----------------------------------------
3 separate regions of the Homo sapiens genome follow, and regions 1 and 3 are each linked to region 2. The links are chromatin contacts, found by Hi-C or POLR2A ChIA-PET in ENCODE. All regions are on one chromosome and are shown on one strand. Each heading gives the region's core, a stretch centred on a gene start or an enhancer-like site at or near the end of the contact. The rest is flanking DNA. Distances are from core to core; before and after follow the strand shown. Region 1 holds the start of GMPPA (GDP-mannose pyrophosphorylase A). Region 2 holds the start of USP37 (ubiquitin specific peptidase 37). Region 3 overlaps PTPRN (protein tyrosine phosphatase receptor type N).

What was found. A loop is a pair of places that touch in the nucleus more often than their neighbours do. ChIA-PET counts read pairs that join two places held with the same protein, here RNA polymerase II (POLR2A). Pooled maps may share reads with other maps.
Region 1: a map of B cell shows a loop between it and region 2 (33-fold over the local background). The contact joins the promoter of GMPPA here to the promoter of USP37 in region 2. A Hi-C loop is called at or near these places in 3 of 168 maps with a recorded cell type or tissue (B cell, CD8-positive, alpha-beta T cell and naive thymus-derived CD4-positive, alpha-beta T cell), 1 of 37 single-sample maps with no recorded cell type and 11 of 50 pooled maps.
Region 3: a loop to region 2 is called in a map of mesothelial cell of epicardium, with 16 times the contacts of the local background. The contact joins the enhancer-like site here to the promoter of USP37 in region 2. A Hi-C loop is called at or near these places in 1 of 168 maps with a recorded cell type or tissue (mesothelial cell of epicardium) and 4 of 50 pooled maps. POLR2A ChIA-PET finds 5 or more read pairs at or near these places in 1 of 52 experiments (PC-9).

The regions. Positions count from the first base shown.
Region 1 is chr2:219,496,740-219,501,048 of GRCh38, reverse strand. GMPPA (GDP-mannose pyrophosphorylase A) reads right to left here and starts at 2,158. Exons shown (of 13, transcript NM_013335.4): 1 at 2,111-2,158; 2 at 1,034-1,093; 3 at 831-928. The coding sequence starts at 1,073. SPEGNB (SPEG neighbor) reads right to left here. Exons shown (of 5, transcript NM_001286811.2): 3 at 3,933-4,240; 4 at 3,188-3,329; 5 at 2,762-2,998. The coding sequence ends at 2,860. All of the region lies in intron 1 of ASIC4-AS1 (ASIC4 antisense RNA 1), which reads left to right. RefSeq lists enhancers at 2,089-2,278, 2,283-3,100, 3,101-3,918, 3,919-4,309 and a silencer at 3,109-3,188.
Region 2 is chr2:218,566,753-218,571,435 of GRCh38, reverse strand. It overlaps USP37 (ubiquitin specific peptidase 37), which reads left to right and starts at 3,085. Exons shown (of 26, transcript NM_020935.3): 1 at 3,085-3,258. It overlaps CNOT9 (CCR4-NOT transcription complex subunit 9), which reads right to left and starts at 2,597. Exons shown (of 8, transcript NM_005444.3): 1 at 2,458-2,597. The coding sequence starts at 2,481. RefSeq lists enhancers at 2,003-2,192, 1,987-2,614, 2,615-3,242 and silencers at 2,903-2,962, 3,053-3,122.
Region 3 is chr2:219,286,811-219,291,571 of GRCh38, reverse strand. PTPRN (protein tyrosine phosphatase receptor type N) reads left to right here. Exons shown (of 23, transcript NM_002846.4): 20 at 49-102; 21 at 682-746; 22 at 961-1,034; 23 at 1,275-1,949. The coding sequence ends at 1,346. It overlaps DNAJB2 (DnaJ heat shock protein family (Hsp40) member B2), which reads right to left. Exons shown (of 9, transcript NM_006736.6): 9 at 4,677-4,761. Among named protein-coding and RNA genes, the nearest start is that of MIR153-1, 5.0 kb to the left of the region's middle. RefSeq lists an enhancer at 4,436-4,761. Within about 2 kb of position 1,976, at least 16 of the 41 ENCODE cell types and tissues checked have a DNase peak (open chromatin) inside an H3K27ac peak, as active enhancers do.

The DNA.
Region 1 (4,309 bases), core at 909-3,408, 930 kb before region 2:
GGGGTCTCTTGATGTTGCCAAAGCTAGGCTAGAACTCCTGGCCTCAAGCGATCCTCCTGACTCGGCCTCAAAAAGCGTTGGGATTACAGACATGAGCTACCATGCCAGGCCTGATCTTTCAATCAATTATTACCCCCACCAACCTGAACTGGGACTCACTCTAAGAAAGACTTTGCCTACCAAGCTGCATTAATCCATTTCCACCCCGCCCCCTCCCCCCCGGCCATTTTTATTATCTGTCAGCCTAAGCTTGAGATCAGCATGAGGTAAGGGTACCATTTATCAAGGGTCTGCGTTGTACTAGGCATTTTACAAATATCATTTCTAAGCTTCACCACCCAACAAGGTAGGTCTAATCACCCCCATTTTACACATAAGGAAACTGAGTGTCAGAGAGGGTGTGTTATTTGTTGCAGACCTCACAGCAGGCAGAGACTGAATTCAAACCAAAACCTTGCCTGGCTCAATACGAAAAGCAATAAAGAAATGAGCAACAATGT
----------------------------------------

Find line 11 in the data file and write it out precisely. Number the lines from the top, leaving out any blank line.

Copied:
GGGGTCTCTTGATGTTGCCAAAGCTAGGCTAGAACTCCTGGCCTCAAGCGATCCTCCTGACTCGGCCTCAAAAAGCGTTGGGATTACAGACATGAGCTACCATGCCAGGCCTGATCTTTCAATCAATTATTACCCCCACCAACCTGAACTGGGACTCACTCTAAGAAAGACTTTGCCTACCAAGCTGCATTAATCCATTTCCACCCCGCCCCCTCCCCCCCGGCCATTTTTATTATCTGTCAGCCTAAGCTTGAGATCAGCATGAGGTAAGGGTACCATTTATCAAGGGTCTGCGTTGTACTAGGCATTTTACAAATATCATTTCTAAGCTTCACCACCCAACAAGGTAGGTCTAATCACCCCCATTTTACACATAAGGAAACTGAGTGTCAGAGAGGGTGTGTTATTTGTTGCAGACCTCACAGCAGGCAGAGACTGAATTCAAACCAAAACCTTGCCTGGCTCAATACGAAAAGCAATAAAGAAATGAGCAACAATGT